STEUBENVILLE - Laura Meeks came to Steubenville and Jefferson Community College in 1999 with what she describes as "a very high energy level."
That personal drive and commitment to hard work served her well as she took on the task of leading a college through a local job depression and then expanding the local community college into a four-county institution that now serves 4,338 students in Eastern Ohio.
Meeks announced plans last week to step down from the college presidency next July 31.
The board is preparing to move forward with an open and national presidential search in the coming months to select the college's fourth president. The Association of Community College Trustees will provide guidance about conducting an equitable, inclusive, transparent and fair national search that will attract a strong pool of presidential candidates, said John Gilmore, chairman of the board.
"We have changed in many ways since 1999, but our steadfast belief that a quality education empowers our students in the work force still drives our mission. Just think of the lives we have changed because our students successfully competed for and secured jobs. With the support of Jefferson County taxpayers and many partnerships with our high schools, career centers and universities, Eastern Gateway has strengthened the communities it serves. What a privilege it has been for me to see that we really do make a difference in our regional economy," Meeks said.
"For me, it is time to retire. I have no idea what I will be doing at this point when I officially retire. I do know I will pray and ask God to show me what my future plans will be. I have learned in life that when doors close other doors open," Meeks said.
"I have been very blessed with good health and energy. I have always had a high energy level. And, my work ethic came from my parents, who were very hard-working people," she added.
That work ethic helped Meeks succeed when she enrolled in college in Minnesota.
"I really didn't think I was smart enough for college. I was getting some help and I was studying very hard for a test my first year. I had decided if I didn't get a passing grade on that test I was going to quit. I was working in the library one evening and heard the professor had posted the test results. I went to check the grades and saw my friend who I studied with received a D and my heart sank. Then I saw my grade and I had a B. I knew that if I would study hard, I would make it," Meeks related.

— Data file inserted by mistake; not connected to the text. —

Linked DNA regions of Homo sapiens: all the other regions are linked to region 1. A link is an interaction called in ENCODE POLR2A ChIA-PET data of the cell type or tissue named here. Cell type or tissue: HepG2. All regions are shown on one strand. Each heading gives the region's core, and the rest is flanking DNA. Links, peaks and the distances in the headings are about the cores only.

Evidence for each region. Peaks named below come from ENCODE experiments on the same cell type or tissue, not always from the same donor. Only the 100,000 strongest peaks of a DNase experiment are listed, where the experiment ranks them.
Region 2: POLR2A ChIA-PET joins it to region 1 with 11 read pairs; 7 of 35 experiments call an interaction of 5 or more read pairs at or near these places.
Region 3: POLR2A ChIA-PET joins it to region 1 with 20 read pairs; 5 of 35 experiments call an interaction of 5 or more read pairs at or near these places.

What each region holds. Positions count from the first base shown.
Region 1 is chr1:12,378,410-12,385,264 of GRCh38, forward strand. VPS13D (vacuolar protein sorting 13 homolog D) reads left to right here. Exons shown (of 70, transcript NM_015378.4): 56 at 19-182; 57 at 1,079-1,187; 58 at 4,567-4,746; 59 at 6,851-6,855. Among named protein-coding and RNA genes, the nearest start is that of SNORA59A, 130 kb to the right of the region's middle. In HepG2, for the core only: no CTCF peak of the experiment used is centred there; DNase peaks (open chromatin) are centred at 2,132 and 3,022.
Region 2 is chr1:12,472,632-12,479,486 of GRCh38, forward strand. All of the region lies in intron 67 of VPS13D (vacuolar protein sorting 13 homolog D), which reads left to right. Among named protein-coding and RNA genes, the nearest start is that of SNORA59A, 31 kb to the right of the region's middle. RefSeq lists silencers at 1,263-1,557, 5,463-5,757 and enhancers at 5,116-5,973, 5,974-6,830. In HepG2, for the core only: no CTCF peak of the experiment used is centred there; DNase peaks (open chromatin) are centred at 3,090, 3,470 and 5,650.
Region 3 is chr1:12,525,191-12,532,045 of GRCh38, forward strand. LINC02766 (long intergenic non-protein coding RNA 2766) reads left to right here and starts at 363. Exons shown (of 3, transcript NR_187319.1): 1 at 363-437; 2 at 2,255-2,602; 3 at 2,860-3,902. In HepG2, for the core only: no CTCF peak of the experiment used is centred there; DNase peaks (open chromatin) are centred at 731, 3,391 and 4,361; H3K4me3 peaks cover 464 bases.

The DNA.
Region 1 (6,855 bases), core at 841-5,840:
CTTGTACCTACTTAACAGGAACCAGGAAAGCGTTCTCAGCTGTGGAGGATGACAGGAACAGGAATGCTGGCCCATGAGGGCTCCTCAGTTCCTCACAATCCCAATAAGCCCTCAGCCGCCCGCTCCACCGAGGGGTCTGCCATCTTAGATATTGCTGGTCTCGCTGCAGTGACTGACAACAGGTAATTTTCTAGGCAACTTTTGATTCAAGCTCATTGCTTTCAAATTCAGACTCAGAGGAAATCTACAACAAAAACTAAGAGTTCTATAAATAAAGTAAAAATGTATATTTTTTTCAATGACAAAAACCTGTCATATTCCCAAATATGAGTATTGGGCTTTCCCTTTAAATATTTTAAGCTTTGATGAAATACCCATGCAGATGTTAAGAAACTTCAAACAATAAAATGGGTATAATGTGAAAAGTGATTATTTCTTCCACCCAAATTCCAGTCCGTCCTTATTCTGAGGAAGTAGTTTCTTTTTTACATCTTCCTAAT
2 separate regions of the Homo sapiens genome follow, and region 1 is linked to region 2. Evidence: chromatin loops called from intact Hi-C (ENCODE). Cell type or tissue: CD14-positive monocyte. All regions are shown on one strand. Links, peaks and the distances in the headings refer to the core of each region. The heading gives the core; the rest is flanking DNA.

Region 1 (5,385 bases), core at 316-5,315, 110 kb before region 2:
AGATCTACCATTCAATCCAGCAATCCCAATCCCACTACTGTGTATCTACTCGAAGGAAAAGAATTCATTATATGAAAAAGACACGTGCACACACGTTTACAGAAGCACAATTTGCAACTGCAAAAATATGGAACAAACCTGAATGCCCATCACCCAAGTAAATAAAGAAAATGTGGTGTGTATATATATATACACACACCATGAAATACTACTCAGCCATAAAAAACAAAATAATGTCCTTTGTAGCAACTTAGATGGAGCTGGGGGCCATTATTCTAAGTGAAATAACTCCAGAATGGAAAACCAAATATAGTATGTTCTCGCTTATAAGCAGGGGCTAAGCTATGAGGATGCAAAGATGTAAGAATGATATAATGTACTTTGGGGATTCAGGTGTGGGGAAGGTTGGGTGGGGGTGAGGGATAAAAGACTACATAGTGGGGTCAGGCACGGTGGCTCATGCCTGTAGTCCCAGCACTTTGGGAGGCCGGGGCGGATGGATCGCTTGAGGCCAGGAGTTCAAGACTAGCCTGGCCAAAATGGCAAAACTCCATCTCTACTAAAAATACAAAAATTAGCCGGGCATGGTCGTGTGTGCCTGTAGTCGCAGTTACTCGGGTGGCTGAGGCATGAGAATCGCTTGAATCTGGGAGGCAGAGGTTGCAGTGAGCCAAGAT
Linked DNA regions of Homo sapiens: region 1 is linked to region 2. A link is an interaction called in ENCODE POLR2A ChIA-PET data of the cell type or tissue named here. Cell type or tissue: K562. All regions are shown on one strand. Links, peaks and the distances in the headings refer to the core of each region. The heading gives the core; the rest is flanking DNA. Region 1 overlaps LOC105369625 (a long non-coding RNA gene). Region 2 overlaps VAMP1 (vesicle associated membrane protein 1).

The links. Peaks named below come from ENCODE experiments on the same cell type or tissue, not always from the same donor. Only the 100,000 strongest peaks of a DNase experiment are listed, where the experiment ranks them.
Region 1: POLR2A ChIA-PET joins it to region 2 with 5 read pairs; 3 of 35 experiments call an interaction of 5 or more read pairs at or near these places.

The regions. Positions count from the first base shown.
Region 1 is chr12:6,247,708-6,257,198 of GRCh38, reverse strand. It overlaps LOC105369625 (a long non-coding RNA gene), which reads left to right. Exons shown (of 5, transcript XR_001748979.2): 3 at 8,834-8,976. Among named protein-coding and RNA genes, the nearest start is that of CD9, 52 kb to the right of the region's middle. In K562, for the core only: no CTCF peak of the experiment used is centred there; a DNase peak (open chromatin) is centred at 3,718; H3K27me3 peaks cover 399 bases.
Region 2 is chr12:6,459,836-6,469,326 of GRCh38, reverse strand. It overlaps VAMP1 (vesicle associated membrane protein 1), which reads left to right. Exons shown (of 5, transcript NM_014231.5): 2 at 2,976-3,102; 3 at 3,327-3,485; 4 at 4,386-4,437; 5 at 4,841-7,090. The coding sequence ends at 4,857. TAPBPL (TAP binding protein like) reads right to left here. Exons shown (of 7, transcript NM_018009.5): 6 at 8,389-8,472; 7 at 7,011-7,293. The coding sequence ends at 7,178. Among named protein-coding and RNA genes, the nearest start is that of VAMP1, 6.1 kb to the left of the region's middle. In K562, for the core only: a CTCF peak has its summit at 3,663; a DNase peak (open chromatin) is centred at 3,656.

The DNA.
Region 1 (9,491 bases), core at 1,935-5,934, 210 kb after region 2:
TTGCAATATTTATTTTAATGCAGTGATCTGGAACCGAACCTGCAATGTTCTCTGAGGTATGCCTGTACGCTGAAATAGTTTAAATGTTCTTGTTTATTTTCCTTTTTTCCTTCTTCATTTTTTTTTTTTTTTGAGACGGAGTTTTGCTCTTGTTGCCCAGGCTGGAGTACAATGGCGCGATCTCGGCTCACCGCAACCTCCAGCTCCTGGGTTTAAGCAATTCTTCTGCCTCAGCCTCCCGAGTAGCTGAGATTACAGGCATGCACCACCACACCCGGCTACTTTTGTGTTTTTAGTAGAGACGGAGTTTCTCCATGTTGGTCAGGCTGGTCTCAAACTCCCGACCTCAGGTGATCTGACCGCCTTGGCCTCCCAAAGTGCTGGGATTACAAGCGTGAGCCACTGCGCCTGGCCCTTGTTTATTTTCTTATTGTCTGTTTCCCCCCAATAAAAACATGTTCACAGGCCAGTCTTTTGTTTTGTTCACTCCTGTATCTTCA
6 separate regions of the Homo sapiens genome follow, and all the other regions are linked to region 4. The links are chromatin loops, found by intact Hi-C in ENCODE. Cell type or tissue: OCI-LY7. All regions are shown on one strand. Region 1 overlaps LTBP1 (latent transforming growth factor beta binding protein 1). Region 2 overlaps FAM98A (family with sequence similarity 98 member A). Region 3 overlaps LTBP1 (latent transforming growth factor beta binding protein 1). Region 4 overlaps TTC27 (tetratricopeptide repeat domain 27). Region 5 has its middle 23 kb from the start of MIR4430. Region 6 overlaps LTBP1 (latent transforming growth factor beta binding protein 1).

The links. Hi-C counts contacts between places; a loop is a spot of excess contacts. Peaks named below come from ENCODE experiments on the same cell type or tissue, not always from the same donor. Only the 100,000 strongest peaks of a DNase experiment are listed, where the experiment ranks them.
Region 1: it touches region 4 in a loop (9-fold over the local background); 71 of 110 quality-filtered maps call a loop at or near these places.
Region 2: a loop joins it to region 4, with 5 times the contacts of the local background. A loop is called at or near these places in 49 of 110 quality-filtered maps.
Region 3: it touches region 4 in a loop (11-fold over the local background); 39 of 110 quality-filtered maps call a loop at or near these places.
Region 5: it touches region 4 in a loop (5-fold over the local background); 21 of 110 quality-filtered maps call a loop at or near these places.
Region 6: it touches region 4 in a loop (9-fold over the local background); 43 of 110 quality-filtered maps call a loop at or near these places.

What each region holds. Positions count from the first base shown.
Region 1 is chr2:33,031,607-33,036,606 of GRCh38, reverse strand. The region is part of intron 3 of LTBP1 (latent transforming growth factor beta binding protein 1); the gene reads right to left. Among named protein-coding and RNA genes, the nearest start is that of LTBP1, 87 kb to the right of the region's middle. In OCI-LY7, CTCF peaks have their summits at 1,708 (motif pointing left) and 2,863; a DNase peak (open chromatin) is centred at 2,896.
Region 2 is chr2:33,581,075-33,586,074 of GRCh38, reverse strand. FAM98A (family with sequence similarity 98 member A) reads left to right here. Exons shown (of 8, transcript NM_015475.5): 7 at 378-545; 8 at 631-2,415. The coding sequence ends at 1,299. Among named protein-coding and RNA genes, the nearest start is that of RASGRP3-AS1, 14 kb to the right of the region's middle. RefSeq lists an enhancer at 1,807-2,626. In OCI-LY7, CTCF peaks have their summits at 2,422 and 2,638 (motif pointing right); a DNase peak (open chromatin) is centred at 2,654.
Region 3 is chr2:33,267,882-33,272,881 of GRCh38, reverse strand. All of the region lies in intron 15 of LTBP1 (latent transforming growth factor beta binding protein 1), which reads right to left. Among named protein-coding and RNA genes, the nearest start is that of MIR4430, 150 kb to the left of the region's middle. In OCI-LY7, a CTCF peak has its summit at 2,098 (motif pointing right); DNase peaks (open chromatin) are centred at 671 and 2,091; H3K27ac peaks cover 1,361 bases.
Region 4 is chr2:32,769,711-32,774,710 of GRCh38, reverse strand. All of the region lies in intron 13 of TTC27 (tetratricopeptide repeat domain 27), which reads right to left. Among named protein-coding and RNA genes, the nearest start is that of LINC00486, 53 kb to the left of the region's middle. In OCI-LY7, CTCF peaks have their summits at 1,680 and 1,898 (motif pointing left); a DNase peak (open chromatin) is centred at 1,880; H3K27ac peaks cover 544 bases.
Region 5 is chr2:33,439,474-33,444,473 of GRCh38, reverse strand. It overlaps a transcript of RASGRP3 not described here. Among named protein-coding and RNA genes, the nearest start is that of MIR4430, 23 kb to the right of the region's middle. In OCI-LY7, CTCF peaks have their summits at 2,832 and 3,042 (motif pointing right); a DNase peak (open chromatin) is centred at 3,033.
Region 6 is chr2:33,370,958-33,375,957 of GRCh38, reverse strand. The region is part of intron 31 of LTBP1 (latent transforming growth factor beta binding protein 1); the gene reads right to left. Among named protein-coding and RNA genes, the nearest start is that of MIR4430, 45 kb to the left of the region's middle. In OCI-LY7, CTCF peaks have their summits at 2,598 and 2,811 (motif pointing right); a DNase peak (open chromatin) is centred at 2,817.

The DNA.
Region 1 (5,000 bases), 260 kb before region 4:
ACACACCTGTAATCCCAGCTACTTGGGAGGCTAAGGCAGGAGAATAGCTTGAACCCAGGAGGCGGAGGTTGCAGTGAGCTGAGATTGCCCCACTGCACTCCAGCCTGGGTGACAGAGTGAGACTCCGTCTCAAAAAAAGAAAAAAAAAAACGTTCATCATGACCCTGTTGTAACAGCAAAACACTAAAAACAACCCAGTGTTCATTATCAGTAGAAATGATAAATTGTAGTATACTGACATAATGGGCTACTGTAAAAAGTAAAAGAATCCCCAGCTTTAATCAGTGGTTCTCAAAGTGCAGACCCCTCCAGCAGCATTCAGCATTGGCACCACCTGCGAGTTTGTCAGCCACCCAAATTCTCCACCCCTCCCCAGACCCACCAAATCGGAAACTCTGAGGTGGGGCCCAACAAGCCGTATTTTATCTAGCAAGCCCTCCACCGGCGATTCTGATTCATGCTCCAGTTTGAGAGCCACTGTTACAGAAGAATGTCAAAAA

"That was my a-ha moment. When the school PTA gave me a $250 scholarship, I knew I should go to college. I soon learned how important an affordable college close to home can be," noted Meeks.
After obtaining her bachelor's degree at the University of Minnesota, Meeks moved to Pittsburg State University in Kansas to pursue a master's degree in rhetoric. She would obtain a second degree in secondary education at Pittsburg State and then served as coordinator of continuing education for the school of education there.
"I had a debate coach at the University of Minnesota Minnesota who suggested I apply for a graduate assistantship in Kansas. I wasn't that good on the debate team, but he thought I could obtain the assistantship at Pittsburg State University and continue my education. That is where I met my husband. From there, I moved to the dean of instruction at Fort Scott Community College in Fort Scott, Kan., and then served for eight years as president there before I moved to Steubenville," continued Meeks.
"Kansas was agricultural-based economy. But people in the area were losing their jobs. Their parents had lost their farms because of the recession and their children were forced to take service jobs. So, when I moved here I didn't know anything about the steel industry," Meeks said.
"I believe in giving back where you live and blooming where you go. One of the first things I did when I moved here was to ask for tours of Weirton Steel, Wheeling-Pittsburgh Steel and TIMET. I wanted to see how the steel industry worked and to understand the work that was so important here. And I joined thousands of local steelworkers on Jan. 20, 1999, to ride the buses to Washington, D.C., for the Stand Up for Steel campaign in front of the Capitol," Meeks related.